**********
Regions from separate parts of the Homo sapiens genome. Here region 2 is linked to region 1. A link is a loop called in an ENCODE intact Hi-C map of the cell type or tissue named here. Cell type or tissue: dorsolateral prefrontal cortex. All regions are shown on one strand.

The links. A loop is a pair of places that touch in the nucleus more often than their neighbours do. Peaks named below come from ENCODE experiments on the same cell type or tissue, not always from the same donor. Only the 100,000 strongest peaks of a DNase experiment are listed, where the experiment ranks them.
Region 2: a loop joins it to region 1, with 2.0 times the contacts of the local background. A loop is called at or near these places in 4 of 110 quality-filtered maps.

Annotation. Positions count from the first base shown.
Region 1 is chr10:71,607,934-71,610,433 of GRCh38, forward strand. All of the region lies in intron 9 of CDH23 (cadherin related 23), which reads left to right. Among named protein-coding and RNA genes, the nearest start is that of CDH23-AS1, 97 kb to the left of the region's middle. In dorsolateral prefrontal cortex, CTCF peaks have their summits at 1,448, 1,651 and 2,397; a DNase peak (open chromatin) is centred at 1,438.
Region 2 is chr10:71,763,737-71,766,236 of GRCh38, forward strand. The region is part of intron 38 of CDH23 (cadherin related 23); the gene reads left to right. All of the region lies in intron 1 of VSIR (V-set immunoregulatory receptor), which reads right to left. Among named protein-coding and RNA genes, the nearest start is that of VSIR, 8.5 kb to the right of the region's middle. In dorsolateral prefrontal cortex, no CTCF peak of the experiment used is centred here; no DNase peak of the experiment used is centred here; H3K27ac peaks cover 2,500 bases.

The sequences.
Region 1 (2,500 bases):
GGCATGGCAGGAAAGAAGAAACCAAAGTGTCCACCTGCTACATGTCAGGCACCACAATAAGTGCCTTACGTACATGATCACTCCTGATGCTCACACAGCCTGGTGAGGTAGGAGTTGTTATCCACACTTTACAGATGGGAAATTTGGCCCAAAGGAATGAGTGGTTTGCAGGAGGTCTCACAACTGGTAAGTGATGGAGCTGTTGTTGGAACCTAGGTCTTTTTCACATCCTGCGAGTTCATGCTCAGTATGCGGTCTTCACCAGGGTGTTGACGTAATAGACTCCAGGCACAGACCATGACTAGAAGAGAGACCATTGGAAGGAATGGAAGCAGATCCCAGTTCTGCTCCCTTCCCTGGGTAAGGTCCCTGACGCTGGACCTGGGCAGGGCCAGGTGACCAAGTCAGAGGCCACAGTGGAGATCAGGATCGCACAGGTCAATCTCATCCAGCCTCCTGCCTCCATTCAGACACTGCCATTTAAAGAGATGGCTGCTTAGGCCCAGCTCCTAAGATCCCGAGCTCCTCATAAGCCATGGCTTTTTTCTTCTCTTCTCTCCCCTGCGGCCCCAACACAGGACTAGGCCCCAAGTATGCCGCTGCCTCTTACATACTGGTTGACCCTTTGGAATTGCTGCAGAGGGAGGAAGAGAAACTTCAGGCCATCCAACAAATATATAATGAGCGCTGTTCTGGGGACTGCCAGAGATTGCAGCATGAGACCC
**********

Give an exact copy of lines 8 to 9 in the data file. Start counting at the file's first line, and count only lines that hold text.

Region 1 (2,500 bases):
GGCATGGCAGGAAAGAAGAAACCAAAGTGTCCACCTGCTACATGTCAGGCACCACAATAAGTGCCTTACGTACATGATCACTCCTGATGCTCACACAGCCTGGTGAGGTAGGAGTTGTTATCCACACTTTACAGATGGGAAATTTGGCCCAAAGGAATGAGTGGTTTGCAGGAGGTCTCACAACTGGTAAGTGATGGAGCTGTTGTTGGAACCTAGGTCTTTTTCACATCCTGCGAGTTCATGCTCAGTATGCGGTCTTCACCAGGGTGTTGACGTAATAGACTCCAGGCACAGACCATGACTAGAAGAGAGACCATTGGAAGGAATGGAAGCAGATCCCAGTTCTGCTCCCTTCCCTGGGTAAGGTCCCTGACGCTGGACCTGGGCAGGGCCAGGTGACCAAGTCAGAGGCCACAGTGGAGATCAGGATCGCACAGGTCAATCTCATCCAGCCTCCTGCCTCCATTCAGACACTGCCATTTAAAGAGATGGCTGCTTAGGCCCAGCTCCTAAGATCCCGAGCTCCTCATAAGCCATGGCTTTTTTCTTCTCTTCTCTCCCCTGCGGCCCCAACACAGGACTAGGCCCCAAGTATGCCGCTGCCTCTTACATACTGGTTGACCCTTTGGAATTGCTGCAGAGGGAGGAAGAGAAACTTCAGGCCATCCAACAAATATATAATGAGCGCTGTTCTGGGGACTGCCAGAGATTGCAGCATGAGACCC